Your comedy has earned you a great deal of recognition outside of the entertainment world. The Lambda Legal Defense and Education Fund recently awarded you with the Lambda Liberty Award for showing people how false constructions of race, gender and sexuality demean a person’s identity, and Kweisi Mfume recently acknowledged your accomplishments on the show “Remarkable Journey.” I would imagine that your fans are pretty open with how you’ve touched their lives as well. What are some of the more touching and powerful stories that people have told you after a show? ^ A couple of things have been pretty profound. One was this woman who had a very distant relationship with her father. They were not close at all because he was a gay man and he had had her before he had come out of the closet. So he had a very difficult time having a relationship with her. He actually had AIDS and was dying, and one of the last things he got to do was see my show at the Wiltern on the “I’m the One That I Want!” tour. So he went to the show and really enjoyed it, and he called his daughter up just so excited saying, ‘oh you have to go see her. She’s wonderful.’ He was telling her some of the jokes in the show and they were having a good laugh over it, and that was the last time she spoke to him because he died a few days later. She never got to see my show, but almost a year later she went to go see the film “I’m the One That I Want!” and she got to sit in the theater and really remember the conversation that she had with her father. And in the context of the film, in her own way, sort of said good-bye to him. She just remembered how much he had laughed, and he hadn’t laughed very much because he was so ill. She got to sort of connect with him over the humor in the show, and so she wrote me a letter telling me and thanking me for giving her the ability to say good-bye to her dad. Stuff like that is really profound and it happens a lot. It is a kind of bringing people together and connecting and it’s really beautiful. There have been a lot of different people who have said, ‘Well, I’m coming out of the closet and I brought my parents to come see you. We just sat there together and we both laughed at the same things, and at the end of the show we realized that we weren’t so different. It helped us feel better.’ Or kids that are kind of isolated and living in rural areas who are dealing with being gay and having to come out or not come out or not know what to do about coming out. It makes them feel better, to see me talking about gay issues. A lot of Asian-American kids have grown up with me and feel the same way, like so excited by the fact that I’m out there doing what I’m doing. And I don’t look at it as recognition from my ability, I don’t think it’s that. It’s not that I’m great, it’s just that I’m a symbol. I’m so different from what’s out there entertainment-wise that people really latch on to me as a symbol for their growth or a way they can change or a way America has changed. So I’m really honored by that– I think it’s a really tremendous honor.
Your first film, “I’m the One That I Want!,” was filmed in San Francisco while Notorious C.H.O. was filmed in Seattle. Was where the films were shot a conscious decision on your part since both cities are so diverse and represent the different types of people your acts draw so well? ^Yeah, absolutely. I wanted the audience to be captured on film. I wanted people to see who was coming cause, in a sense, they were seeing themselves. They were seeing people like them. They haven’t seen that on film before and that’s what’s so exciting about the power of film because it can really make you feel like you exist when you see people like you or hear stories that are yours. It is so important to have that kind of image out there, that kind of inclusion, because these are groups and people who have been invisible for so long.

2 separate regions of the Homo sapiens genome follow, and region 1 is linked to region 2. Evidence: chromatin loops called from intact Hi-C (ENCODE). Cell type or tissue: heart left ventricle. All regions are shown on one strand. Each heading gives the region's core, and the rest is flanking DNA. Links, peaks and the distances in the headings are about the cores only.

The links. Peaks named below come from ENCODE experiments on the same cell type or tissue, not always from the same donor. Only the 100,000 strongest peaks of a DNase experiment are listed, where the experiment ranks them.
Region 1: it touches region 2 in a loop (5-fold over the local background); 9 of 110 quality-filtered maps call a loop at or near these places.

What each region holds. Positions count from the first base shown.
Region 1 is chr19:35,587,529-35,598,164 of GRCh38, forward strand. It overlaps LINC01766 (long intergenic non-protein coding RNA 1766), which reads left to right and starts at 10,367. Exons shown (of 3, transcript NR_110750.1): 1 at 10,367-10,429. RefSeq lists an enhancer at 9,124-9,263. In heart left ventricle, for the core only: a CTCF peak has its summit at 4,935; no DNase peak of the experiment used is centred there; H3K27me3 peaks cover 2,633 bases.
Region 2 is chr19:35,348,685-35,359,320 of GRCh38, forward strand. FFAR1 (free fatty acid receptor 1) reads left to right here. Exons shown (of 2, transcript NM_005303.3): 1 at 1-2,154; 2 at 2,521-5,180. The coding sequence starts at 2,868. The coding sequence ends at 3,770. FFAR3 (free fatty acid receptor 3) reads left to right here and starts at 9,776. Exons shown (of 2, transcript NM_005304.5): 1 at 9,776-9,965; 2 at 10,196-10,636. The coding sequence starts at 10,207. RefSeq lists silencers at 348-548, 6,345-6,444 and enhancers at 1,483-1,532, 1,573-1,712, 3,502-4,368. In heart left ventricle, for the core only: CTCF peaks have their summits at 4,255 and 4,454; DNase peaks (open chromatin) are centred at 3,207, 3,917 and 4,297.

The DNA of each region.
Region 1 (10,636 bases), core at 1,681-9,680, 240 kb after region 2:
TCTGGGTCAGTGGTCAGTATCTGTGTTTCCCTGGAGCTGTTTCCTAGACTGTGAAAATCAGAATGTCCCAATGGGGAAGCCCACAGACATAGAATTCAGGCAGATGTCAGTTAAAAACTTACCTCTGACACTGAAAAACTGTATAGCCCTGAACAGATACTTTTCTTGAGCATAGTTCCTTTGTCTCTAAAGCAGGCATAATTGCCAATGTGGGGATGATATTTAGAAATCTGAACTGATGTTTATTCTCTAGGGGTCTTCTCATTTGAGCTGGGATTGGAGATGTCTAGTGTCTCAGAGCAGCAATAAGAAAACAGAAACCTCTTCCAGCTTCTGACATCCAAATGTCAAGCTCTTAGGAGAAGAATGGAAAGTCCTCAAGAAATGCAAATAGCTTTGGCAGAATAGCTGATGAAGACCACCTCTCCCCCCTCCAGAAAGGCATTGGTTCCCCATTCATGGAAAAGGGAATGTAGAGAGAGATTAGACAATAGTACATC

You recently wrapped up your Notorious C.H.O. Tour and already have a new tour in the works. Can you go through the process of what it’s like for you to put together these tours? Do you test out bits and pieces of your material before touring, or do you just change material as you go based on audience reaction? ^It takes a long time. I’m really prolific but I have a lot of standards. I have a very particular way I want a show to turn out so I have to spend a lot of time working on something and making sure that it’s perfect — it can take almost a year or more if I really want it to be where it should be. I will write all the time, though. It’s less discipline than writing a book or writing essays — which I do also — or writing magazine articles, which is more time consuming. With stand up comedy things just happen and I record them, I journal. Then I start out with an idea and think, ‘Oh, well, I want to start with this,’ and go and collect all of the little pieces of paper that I’ve written on — because I always write everything down and put it somewhere. Then I write it all out and go to different theaters or small comedy clubs to try the material out. It takes a long time, but it eventually becomes a show and then I go on tour with it. It’s a slightly different process every time. For the first one, I put together a show and then I stayed in New York for several months and worked Off-Broadway. Then I went on tour all over. This last one I workshopped it in a couple different places and then I waited ’til the very end to go to New York just for one night. So, it’s different. I think for the next show I’ll do a tour and then end up on Broadway.
Get the rest of the interview in part three of THE NOTORIOUS MARGARET CHO>>>
Posted on July 2, 2002 in Interviews by Heather Wadowski
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